By Courtney Saba
Part 1 of 2
Print service providers (PSPs) offering soft signage are poised to integrate digitally printed apparel into their businesses. With existing technology—whether dye-sublimation (dye-sub) transfer or direct—and a trusted media supplier, these PSPs are uniquely positioned to benefit from the growing popularity of customized, short-run digitally printed apparel.
Just Vision It (JVI) was established on July 1, 2013 with a staff of two. Today, the firm has grown to 25 employees and occupies a 15,000 square foot facility located in Lone Jack, MO, roughly 20 minutes outside of Kansas City, MO.
The dye-sub wholesale manufacturer specializes in custom fabrication of soft signage, trade show booths and event marketing, apparel, home décor, and silicone edge graphic framing systems. It offers full in-house finishing capabilities and private label drop shipping to clients nationally and internationally.
90 percent of JVI’s business consists of dye-sub manufacturing for business-to-business and wholesalers. 20 percent of the company’s work is considered digitally printed apparel. This offering was not initially available, but as the PSP saw the push for high quality and U.S. manufactured output, it realized it could take its existing skills and adapt them accordingly. Products range from high-end fashion to every day wear and everything in between.
For printing—not only apparel but all of its other services as well—JVI relies on two Mimaki USA, Inc. JV34-260 printers, two Mimaki TS34-1800A printers, and one Roland DGA Corporation VersaCAMM VS-540. The fabric printers—JV34-260 and TS34-1800A—are transfer dye-sub, meaning graphics are printed on transfer paper and then transferred onto fabric using a heat press. The shop uses heat presses from Advanced Innovative Technologies.
Transfer dye-sub is ideal for JVI’s production model, especially for apparel, because according to John Whitt, CEO/president, JVI, it has no true limitations or rules. “As long as we have a polyester material we can print anything a customer might come up with, unlike screenprinting and embroidery where there are a lot of rules and guidelines to deal with like how many colors or screens.”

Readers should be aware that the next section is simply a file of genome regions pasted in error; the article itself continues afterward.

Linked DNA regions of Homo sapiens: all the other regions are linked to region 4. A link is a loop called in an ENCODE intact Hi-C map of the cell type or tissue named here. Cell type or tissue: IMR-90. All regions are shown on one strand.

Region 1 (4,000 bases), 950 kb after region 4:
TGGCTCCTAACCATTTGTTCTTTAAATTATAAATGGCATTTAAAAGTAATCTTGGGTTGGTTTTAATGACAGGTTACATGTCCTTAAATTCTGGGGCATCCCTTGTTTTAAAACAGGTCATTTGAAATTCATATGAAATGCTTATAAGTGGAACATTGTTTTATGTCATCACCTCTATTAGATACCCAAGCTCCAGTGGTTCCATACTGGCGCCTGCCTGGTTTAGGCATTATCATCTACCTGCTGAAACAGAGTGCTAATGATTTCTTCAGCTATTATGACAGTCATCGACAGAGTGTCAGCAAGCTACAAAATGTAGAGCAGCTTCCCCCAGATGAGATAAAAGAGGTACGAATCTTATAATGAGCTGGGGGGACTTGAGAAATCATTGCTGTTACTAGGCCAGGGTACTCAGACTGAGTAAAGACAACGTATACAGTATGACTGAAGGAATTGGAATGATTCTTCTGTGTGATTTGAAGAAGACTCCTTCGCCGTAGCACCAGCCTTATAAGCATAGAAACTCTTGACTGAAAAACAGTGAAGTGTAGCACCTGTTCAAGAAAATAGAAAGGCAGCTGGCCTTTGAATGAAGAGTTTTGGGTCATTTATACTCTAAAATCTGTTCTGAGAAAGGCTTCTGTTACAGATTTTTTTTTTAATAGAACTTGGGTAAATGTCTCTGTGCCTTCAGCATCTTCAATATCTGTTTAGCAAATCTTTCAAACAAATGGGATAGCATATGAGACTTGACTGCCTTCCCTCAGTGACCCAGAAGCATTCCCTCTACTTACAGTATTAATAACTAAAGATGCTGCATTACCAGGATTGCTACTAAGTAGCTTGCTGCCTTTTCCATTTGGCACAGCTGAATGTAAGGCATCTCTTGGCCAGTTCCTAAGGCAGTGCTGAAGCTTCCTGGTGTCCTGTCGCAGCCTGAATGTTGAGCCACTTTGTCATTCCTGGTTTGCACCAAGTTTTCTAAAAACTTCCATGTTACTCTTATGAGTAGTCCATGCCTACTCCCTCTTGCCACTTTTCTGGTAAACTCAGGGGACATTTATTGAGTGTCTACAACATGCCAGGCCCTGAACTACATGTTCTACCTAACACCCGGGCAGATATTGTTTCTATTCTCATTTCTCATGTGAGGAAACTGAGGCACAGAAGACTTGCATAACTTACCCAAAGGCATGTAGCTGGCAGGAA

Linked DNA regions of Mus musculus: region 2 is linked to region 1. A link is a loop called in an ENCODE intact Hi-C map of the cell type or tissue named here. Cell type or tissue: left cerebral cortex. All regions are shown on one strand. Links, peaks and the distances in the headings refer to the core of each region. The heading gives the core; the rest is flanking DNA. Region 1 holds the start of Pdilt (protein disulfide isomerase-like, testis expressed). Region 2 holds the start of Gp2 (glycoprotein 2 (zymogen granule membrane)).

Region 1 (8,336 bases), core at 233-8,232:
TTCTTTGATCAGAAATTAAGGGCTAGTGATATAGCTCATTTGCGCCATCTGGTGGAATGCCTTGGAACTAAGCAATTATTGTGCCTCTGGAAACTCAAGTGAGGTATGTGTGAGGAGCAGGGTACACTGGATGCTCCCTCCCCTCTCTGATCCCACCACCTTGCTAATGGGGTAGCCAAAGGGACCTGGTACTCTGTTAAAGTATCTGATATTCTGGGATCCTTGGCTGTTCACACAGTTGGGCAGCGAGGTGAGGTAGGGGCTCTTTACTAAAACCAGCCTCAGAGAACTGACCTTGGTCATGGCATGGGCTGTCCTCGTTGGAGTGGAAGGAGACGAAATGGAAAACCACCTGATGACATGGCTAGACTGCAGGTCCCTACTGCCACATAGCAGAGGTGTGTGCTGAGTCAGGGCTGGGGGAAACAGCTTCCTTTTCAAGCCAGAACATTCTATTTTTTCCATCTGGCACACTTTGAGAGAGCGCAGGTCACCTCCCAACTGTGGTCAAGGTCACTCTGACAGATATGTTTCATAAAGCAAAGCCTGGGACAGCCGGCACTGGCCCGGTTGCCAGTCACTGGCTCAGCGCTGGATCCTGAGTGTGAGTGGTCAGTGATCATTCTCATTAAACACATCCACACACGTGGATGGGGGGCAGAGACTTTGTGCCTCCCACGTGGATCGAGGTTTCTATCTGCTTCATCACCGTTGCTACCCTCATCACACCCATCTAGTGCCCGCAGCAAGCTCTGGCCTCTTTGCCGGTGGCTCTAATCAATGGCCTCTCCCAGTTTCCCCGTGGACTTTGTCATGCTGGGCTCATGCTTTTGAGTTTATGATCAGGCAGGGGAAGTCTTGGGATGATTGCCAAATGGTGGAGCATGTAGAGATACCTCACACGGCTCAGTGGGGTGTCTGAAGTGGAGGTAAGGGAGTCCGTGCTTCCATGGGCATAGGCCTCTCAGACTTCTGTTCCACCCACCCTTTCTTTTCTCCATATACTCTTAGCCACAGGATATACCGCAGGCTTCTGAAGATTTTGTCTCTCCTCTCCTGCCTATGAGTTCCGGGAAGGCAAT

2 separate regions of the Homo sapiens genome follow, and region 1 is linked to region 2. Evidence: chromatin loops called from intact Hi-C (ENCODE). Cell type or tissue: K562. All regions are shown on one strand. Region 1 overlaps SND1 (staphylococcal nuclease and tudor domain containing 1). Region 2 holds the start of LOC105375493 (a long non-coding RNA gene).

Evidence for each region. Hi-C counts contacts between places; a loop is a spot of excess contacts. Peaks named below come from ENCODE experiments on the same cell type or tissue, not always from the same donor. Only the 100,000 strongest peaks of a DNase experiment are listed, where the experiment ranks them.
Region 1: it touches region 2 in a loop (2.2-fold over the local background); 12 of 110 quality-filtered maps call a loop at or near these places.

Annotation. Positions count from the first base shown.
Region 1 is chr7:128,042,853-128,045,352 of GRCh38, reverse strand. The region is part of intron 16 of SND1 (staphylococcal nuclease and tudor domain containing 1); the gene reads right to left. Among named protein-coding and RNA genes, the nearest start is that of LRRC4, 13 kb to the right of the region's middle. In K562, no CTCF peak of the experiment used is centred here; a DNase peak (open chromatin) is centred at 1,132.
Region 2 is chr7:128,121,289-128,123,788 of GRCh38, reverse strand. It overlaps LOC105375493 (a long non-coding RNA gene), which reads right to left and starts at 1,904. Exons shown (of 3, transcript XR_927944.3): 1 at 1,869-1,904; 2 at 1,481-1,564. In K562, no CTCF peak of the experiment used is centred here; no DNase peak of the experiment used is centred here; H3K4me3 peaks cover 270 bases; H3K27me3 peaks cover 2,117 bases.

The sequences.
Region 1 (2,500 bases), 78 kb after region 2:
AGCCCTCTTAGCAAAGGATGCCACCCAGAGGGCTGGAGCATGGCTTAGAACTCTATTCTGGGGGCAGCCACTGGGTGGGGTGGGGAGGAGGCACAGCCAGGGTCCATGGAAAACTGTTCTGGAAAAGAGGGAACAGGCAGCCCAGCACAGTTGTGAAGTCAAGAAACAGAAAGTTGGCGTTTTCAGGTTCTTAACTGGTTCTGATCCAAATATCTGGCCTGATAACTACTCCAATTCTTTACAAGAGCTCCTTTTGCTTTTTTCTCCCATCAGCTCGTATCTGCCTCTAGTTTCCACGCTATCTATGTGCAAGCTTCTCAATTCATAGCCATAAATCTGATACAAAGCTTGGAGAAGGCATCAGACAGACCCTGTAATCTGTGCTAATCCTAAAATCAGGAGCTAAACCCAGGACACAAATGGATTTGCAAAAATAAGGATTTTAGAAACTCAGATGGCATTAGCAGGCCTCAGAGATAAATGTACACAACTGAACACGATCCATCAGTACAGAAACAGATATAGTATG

Fisher Textiles is the company’s media supplier of choice due to the level of consistency between the 15 different fabrics and performance-based apparel options it works with.
Whitt says that as the company becomes more educated on hardware and media advancements, it continues to expand its list of fabric options. The goal with every new introduction is to maintain the consistency and competitive pricing the PSP’s customers are familiar with, he continues.
Recently, JVI completed an order for Extra Mile Sports, LLC, who requested unique custom jerseys. The job took seven days to complete from start to finish. This included everything from uploading the artwork to shipping the finished product to the client.
Fisher Textiles 1100 Jersey Micro Stretch was used due to its consistency, performance, and vibrancy—especially when combined with the Sensient Imaging Technologies ink set run on the Mimaki TS34-1800A printer. This device was chosen because of its quality and speed.
The order consisted of 30 jerseys and the execution was a success. The Just Vision It team efficiently streamlined the process, much like any other project of the same caliber, and produced a quality product.
With this type of project falling within JVI’s standard workflow, it stood out among others in the past because the team enjoyed partnering with Extra Mile Sports to deliver an incredible jersey for the end user. Overall, the client was extremely pleased with the outcome.
“Working with John and the JVI team was refreshing. The customer service and attention to detail really allowed us to be confident in offering fully sublimated apparel to our customers,” shares a representative from Extra Mile Sports.
Going the Extra Mile
JVI relies on the transfer dye-sub process to produce quality apparel for its clients, like the recent job completed for Extra Mile Sports. The combination of Mimaki printers and Fisher Textiles fabric provides output that it is proud to offer its customers.
In part two of this series, learn more about transfer dye-sub printing and apparel when we spotlight the U.S. National Synchronized Swimming Team.
Jul2016, Digital Output DOAPPAREL1607